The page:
• Why this is important: This section is the most important one and ties together many of the strings that you have introduced in previous steps into a coherent explanation of who you are and why you are seeking to pursue medicine as the next logical step in your journey. If you have laid a solid foundation before this, your interviewer will find themselves nodding along as you describe how you believe practicing medicine aligns with your goals.
  • Tip: You can receive bonus points if you can link what you are doing now to what you will be doing in that specific medical school.


  • Hi, my name is [_______].
  • I grew up as the eldest of 3 children in an Haitian-American family, son of a nurse and construction worker in San Diego. As the eldest child, I was often relied on to look after my siblings, whether that was helping them with their homework or ensuring that they were eating well as my parents worked long shifts at work. My parents were immigrants and we had little extended family around us so we remained highly reliant on each other for entertainment and to find what we needed inside and outside of school.


Major Pursuits in College

  • While at UC Berkeley, I decided to major in Biology and History because of my fascination with the human body and also how our modern-day society has been shaped by events in the past. I enjoyed the interdisciplinary learning that my school cultivated and I embraced that by writing my senior thesis on the health effects tied to Caribbean colonization by the Spanish conquistadors. I believe that marrying my two passions of biology and history has made me a more well-rounded person who is passionate about understanding medical history and how it affects care delivery today.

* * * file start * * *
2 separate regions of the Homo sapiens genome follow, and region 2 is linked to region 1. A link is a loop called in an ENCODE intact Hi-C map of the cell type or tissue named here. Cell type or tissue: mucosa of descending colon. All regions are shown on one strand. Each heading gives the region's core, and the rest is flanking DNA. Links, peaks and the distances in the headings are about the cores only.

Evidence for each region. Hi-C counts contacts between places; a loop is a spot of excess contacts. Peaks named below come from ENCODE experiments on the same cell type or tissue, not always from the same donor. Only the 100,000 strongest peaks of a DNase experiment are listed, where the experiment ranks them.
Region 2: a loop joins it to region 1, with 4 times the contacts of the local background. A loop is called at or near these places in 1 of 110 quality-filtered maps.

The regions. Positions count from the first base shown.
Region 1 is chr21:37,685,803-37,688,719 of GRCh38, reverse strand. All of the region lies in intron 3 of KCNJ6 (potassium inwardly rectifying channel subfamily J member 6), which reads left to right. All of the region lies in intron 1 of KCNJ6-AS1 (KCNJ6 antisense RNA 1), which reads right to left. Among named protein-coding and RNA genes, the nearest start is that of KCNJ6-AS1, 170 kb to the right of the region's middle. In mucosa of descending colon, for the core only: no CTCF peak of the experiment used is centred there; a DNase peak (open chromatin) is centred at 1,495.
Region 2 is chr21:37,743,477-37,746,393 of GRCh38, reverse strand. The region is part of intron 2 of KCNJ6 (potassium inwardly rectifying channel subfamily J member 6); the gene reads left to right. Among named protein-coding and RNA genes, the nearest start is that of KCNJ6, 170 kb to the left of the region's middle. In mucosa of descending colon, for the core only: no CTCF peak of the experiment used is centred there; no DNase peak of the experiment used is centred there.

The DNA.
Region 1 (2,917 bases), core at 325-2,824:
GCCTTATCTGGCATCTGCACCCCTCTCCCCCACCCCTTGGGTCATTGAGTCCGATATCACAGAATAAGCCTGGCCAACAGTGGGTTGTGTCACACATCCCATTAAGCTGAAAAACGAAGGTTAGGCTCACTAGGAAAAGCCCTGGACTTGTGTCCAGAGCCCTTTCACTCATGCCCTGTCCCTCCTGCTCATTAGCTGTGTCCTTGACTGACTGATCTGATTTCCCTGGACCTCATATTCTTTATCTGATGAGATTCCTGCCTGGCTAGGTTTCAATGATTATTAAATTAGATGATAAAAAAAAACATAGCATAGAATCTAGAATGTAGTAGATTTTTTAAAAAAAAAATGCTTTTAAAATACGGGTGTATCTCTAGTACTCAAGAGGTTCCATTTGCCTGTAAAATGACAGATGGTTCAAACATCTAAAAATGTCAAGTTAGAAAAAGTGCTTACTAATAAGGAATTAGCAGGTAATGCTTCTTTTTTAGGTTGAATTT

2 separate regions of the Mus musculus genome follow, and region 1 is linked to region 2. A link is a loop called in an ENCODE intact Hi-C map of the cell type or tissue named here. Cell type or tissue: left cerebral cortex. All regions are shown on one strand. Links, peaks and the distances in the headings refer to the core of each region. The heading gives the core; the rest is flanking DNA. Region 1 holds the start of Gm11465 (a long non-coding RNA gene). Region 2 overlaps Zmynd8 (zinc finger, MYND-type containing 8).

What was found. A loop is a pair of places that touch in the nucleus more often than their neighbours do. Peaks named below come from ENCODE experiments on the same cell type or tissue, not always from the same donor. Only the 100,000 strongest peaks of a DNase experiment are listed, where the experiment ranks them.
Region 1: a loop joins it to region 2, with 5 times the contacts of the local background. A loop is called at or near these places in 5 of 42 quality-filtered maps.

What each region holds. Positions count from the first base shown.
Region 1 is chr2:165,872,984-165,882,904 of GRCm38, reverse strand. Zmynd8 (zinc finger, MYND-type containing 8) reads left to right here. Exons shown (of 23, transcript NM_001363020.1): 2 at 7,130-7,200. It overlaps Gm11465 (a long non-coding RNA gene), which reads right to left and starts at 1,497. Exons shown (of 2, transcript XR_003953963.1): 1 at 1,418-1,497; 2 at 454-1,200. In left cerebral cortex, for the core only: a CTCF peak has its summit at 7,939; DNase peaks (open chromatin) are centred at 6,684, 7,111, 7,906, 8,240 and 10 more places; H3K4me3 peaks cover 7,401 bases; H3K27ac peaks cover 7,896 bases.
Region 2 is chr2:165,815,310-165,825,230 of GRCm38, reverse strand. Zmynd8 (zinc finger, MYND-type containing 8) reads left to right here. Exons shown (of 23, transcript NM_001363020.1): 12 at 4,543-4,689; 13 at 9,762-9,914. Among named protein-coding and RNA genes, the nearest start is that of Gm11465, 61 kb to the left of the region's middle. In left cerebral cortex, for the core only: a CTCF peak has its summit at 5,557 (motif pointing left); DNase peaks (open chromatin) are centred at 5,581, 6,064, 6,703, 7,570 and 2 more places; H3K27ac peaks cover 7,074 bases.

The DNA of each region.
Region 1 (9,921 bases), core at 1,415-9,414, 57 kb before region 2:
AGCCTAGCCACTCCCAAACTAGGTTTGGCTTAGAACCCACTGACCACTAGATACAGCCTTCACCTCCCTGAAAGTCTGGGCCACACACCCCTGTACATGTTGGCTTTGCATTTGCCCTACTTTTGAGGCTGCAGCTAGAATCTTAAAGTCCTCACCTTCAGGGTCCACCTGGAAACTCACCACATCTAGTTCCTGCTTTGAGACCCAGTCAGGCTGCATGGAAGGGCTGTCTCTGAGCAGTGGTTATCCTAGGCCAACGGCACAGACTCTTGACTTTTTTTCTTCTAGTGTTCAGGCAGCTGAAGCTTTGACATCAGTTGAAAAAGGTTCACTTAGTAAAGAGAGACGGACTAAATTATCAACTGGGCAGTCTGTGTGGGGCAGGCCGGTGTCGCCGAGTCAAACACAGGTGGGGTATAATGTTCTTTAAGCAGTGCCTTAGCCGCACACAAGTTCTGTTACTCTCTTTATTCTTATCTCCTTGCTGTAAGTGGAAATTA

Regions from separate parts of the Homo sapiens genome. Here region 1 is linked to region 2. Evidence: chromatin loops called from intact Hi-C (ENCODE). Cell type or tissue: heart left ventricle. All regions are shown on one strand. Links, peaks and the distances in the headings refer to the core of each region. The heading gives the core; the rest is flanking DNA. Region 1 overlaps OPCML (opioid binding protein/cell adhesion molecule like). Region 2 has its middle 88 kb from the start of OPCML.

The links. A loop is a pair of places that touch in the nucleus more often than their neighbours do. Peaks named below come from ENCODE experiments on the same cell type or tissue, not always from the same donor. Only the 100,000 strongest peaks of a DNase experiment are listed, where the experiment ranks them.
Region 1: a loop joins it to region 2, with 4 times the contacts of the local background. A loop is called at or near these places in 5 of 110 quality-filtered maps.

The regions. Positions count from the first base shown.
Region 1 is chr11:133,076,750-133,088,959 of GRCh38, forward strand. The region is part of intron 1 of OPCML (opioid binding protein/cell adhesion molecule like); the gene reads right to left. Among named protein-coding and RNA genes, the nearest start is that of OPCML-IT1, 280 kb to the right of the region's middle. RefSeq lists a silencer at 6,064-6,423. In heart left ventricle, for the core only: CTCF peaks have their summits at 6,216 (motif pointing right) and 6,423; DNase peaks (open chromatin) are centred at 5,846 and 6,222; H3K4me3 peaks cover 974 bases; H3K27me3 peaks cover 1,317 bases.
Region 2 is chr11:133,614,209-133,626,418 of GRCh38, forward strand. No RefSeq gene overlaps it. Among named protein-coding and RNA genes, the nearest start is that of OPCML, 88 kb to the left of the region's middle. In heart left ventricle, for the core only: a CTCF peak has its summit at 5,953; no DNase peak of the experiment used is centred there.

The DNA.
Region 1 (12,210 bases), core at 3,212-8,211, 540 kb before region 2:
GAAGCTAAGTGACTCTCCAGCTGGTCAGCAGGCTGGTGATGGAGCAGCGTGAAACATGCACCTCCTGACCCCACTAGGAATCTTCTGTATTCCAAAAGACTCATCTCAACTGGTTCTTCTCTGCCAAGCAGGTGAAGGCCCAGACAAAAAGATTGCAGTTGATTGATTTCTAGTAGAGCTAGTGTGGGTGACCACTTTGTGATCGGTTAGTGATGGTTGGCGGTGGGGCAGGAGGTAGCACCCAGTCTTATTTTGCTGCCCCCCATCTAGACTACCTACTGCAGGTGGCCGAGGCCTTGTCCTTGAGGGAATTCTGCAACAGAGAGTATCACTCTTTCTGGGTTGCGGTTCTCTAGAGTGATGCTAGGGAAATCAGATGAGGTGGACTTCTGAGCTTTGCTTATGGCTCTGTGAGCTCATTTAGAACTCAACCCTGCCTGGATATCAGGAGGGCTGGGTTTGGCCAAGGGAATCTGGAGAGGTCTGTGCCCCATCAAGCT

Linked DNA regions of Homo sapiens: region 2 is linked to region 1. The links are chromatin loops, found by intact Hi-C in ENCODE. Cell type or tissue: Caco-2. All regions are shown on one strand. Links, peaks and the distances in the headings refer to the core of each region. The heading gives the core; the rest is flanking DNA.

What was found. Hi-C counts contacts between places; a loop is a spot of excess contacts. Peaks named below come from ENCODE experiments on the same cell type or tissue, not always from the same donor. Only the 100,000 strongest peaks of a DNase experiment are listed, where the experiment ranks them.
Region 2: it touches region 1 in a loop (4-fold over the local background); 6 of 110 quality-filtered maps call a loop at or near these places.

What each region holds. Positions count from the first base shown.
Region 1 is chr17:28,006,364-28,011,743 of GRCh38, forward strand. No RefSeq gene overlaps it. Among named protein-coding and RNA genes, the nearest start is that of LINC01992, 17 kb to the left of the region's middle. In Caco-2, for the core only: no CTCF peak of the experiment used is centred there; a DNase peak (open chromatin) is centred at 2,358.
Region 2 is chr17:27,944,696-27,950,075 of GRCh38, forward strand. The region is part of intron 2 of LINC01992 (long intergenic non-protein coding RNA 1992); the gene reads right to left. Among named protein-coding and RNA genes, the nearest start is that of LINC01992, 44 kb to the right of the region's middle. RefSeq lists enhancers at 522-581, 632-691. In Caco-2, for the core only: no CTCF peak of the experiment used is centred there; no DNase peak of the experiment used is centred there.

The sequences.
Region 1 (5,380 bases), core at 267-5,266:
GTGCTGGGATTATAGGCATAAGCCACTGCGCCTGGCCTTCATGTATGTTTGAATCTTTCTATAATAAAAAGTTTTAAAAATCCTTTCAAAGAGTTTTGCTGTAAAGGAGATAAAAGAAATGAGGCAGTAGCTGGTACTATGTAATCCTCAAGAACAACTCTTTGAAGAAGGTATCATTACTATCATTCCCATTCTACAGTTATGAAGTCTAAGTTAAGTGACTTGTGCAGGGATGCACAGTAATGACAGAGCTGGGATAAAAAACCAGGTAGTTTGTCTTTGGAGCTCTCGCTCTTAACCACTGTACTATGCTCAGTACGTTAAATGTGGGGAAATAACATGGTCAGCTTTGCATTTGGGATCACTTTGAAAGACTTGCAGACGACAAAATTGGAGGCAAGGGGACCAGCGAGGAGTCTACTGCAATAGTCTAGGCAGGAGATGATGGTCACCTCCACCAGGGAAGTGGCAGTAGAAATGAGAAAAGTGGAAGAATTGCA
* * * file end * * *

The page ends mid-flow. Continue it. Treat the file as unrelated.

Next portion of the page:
• I was also highly involved in both basic and clinical research and served as a research fellow in my genetics lab studying the genetic elements of insulin production. I also enjoy teaching biology in underprivileged classrooms in the Bay Area as well as working as a teaching assistant in the Department of Chemistry. I have also enjoyed building my community at college through the Haitian Students Alliance and hope to continue to build bridges with others in my profession.


Work after Medical School

  • After graduating college, I have worked as a clinical research coordinator in the Department of Neurosurgery at UCSF Medical Center studying the long-term outcomes of glioblastomas. I also have continued much of my volunteering work and teaching health and biology classes for many local community centers.
  • As somebody interested in academic medicine, I believe my research and teaching experiences will allow me to flourish in my pursuits as a medical school student interested in internal medicine.


Present-day day self / Future goals

  • Some of my hobbies include hiking any trail that I can find, reading philosophy and nonfiction literature, and playing jazz piano.
  • In medical school, I am interested pursuing additional research in genetic diseases. I am particularly interested in ____[name researcher, center, or project you are interested in]

If you are prepared, the Cracking Med School Admissions interview gives you the perfect opportunity to standout and shine by sharing with people what you are passionate about.

Med School Admissions Interview Guide eBook Cover

Since medicine is an extremely challenging profession, both from a lifestyle and responsibility perspective, many interviewers want to ensure that you have true motives and a clear understanding of what pursuing medicine will consist of. Interviewers are looking for you to take a step back and understand, what are some of the basic motivations that directed you to medicine?

A winning framework to responding to the “Why Medicine” questions consists of the following:

Step #1: Provide context and your initial interest in pursuing medicine
  • Questions to answer: Do you have any doctors in your family or amongst your role models? Did you have any early experiences with medicine that greatly affected you? Did you consider other careers before deciding on medicine?